Also contrary to appellant's position, this Court, in Commonwealth v. Fleeger, 292 Pa. Super. 310, 437 A.2d 60, 61 (1980), found "it is quite possible for a person to be acquitted of charges brought against him and yet have his probation revoked based upon the existence of those charges being brought against him. However . . . factual evidence,

[ 368 Pa. Super. Page 358]

    in addition to the fact of the arrest, must be presented." (Citations omitted, emphasis added.) We agree with the Fleeger Court and find the same principles hold true for cases of parole violation and revocation. See Commonwealth v. Davis, 234 Pa. Super. 31, 336 A.2d 616 (1975).

In order to support a revocation of parole, the Commonwealth need only show, by a preponderance of the evidence, that a parolee violated his parole. Commonwealth v. Gochenauer, 331 Pa. Super. 187, 480 A.2d 307 (1984). Here, under the standard of beyond a reasonable doubt, appellant was convicted by a jury of three counts of robbery and related offenses.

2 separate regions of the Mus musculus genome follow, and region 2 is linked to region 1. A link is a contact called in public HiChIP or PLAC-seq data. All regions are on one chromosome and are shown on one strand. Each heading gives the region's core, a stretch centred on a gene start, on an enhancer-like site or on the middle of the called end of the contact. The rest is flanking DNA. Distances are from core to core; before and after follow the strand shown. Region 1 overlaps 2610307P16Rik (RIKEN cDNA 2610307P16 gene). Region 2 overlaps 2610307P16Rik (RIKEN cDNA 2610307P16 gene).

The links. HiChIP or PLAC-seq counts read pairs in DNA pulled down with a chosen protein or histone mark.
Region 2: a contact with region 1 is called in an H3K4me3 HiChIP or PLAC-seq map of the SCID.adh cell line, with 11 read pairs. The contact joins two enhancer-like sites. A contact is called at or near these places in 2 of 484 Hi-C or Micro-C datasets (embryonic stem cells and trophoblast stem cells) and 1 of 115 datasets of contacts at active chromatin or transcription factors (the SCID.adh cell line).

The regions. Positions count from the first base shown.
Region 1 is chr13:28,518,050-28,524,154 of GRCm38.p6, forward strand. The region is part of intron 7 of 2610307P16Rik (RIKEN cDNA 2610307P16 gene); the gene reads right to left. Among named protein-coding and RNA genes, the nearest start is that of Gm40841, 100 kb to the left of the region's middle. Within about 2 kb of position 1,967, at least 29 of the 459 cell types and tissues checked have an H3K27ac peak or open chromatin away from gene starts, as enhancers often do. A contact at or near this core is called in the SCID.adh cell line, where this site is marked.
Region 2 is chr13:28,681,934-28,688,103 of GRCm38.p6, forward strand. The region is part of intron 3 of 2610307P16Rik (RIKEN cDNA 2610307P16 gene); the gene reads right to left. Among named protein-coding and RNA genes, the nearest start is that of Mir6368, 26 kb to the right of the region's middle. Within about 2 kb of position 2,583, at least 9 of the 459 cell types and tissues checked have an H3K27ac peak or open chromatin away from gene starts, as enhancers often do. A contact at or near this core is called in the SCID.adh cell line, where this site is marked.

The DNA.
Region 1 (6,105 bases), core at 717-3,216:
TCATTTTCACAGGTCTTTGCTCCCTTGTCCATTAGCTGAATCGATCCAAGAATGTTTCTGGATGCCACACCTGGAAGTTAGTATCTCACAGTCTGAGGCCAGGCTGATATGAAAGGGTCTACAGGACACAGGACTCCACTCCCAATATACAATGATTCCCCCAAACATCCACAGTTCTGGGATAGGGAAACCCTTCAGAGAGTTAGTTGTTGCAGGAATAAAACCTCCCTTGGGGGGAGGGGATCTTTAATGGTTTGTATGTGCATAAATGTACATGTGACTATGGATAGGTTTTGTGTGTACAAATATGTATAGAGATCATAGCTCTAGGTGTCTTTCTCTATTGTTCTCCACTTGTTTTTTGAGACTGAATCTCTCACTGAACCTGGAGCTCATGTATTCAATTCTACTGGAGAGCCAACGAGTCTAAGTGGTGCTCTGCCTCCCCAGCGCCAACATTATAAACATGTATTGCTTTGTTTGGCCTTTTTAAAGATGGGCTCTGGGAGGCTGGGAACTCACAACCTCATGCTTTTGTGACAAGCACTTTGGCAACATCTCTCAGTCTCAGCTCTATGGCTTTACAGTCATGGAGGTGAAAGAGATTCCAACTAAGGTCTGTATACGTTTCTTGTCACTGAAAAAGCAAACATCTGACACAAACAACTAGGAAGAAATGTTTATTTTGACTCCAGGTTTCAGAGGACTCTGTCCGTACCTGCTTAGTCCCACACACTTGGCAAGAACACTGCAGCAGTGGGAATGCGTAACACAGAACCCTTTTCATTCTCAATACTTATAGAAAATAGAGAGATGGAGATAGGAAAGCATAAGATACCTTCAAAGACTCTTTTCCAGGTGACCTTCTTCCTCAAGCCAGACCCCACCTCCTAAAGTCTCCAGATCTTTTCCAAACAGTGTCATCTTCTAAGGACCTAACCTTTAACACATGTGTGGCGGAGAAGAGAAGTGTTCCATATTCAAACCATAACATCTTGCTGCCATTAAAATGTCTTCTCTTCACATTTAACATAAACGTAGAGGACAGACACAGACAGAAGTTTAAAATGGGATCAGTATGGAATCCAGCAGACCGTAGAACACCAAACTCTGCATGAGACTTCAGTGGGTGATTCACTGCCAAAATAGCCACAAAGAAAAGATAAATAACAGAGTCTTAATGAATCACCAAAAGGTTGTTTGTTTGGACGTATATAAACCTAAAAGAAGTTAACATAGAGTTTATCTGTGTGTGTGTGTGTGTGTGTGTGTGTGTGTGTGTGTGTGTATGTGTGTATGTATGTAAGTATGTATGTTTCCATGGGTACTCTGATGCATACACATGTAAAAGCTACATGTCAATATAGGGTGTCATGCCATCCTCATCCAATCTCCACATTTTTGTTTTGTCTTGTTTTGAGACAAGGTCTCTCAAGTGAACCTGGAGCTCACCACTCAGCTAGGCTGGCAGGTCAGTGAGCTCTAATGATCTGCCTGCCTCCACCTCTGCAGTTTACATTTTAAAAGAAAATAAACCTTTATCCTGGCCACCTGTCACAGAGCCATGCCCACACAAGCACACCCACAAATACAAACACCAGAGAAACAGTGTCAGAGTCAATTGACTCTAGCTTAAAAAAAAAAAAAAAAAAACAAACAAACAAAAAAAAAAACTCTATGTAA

The primary purpose of a parole revocation hearing is not to determine whether the parolee has, in fact, been convicted of a crime, rather its purpose is to determine whether, despite the new conviction, parole remains a viable means of rehabilitation and deterring future antisocial conduct. See Kates, supra, and Commonwealth v. Parker, 244 Pa. Super. 113, 366 A.2d 941 (1976). The totality of circumstances surrounding appellant's revocation indicate parole has not been a successful means of rehabilitating appellant. We find appellant's parole to have been properly revoked.

Judgment of sentence affirmed.

Disposition

Judgment of sentence affirmed.